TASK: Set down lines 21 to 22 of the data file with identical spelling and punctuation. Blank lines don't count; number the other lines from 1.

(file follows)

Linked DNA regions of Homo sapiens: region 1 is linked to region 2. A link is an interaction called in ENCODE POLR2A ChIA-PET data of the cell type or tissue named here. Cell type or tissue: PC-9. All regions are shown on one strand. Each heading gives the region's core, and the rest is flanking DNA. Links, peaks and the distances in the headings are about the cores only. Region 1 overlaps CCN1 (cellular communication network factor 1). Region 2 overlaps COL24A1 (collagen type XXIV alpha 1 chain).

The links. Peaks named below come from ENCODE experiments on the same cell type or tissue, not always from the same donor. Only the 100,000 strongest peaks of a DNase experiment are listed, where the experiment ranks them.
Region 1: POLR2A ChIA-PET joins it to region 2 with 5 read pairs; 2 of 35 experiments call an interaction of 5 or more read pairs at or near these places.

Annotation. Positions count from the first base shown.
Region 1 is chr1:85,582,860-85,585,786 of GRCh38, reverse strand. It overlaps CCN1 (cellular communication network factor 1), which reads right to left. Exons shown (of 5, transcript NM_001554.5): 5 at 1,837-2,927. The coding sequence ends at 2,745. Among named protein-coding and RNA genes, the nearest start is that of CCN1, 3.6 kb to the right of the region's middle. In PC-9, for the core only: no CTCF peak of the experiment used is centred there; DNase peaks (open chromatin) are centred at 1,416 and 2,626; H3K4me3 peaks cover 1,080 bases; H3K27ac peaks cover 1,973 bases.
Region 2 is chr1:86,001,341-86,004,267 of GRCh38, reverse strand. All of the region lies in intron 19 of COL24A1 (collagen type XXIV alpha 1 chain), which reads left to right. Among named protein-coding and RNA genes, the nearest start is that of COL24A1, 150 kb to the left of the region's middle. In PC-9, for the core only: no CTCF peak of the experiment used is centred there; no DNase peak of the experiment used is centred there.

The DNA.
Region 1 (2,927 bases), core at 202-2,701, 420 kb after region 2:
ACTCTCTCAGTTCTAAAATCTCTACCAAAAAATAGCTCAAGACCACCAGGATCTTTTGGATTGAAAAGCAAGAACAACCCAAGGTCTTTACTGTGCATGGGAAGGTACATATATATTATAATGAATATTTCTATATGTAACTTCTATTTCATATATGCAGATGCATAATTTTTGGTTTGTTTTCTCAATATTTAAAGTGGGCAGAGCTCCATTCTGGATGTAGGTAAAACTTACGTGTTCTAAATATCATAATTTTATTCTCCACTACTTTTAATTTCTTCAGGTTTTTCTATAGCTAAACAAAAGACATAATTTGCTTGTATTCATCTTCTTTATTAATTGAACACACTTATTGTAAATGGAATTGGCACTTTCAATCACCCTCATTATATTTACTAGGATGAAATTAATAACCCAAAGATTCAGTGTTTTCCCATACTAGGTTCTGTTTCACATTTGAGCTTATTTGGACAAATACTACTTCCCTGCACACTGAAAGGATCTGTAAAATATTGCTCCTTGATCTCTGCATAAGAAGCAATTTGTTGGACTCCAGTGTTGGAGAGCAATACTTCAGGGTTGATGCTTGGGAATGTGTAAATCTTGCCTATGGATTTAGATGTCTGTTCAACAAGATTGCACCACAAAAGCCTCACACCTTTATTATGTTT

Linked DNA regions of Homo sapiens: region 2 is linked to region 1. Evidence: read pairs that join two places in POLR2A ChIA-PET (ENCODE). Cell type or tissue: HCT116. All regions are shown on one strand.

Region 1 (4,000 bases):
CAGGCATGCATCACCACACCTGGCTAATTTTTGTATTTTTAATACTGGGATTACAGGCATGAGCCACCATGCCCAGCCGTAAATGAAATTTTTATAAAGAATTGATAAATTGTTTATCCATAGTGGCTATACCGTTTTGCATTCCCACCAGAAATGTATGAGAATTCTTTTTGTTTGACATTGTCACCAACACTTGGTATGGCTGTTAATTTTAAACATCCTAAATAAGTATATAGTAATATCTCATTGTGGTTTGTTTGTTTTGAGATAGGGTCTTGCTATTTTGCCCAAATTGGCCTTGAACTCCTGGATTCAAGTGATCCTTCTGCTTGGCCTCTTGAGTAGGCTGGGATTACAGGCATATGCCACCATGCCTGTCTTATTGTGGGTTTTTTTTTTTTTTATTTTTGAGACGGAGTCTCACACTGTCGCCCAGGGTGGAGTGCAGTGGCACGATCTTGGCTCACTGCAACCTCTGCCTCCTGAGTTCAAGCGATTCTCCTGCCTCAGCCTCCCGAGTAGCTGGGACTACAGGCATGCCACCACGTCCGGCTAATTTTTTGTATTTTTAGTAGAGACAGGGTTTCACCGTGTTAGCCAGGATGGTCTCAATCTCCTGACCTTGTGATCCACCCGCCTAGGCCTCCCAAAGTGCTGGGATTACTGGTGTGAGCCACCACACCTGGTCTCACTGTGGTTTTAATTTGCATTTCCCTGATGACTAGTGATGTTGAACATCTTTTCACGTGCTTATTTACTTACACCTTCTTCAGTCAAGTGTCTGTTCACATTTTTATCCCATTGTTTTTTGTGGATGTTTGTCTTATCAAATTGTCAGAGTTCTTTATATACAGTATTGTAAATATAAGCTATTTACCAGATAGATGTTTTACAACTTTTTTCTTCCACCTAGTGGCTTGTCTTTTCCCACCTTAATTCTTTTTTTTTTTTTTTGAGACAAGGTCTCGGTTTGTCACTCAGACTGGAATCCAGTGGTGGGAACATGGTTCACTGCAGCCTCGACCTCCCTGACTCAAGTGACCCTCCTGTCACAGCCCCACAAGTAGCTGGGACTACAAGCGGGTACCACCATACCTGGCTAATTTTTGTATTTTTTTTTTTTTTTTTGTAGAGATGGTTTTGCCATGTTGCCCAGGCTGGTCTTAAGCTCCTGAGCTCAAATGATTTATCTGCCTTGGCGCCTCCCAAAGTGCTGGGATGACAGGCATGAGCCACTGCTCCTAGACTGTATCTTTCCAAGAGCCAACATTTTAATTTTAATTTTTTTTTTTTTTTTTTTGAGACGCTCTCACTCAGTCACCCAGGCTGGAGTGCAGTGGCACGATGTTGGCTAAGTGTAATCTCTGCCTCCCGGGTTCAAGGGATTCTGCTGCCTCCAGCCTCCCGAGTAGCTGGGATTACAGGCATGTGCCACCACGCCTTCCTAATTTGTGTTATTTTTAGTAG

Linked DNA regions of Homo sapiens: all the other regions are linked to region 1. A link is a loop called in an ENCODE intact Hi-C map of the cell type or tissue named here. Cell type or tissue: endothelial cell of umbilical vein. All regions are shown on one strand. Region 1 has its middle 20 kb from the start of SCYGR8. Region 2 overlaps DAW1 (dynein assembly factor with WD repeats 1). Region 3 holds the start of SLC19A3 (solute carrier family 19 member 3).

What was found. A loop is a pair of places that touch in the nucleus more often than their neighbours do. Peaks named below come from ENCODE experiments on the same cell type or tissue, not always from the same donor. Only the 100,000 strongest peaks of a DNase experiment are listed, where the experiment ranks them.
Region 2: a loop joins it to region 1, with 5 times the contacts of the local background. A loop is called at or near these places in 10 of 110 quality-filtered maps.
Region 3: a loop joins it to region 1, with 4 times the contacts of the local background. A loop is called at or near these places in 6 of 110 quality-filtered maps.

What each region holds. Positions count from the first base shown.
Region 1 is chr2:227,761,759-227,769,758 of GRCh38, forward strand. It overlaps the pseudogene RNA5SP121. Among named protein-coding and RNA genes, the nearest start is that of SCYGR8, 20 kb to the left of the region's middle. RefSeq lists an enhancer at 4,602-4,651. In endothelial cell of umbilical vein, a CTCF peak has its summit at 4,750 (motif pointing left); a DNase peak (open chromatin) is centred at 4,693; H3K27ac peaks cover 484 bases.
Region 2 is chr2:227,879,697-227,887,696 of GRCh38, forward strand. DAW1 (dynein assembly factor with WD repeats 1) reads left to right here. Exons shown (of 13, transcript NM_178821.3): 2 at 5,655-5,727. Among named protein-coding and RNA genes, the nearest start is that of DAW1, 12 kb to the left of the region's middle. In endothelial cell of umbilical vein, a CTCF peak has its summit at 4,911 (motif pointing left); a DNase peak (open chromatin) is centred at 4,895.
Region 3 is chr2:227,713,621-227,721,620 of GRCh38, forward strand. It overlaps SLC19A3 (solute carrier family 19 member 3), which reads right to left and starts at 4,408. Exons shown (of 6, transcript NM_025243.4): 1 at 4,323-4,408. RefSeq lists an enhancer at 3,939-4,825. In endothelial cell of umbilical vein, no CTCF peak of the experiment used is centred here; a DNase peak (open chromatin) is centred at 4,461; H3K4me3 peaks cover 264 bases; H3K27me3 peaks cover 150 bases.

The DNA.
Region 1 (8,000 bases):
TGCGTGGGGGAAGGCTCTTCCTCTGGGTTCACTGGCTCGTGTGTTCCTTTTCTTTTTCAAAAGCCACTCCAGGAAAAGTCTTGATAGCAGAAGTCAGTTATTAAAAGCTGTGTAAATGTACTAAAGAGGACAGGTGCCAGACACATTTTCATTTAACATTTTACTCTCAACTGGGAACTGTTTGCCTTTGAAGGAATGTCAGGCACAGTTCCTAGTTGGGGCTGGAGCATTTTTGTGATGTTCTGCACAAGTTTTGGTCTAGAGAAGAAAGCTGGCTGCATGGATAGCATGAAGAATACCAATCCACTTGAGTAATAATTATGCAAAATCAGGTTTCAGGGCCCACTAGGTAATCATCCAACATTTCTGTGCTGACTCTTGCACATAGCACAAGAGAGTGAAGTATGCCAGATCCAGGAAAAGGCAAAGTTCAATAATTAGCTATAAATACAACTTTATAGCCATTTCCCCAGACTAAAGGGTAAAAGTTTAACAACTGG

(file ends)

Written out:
The DNA.
Region 1 (8,000 bases):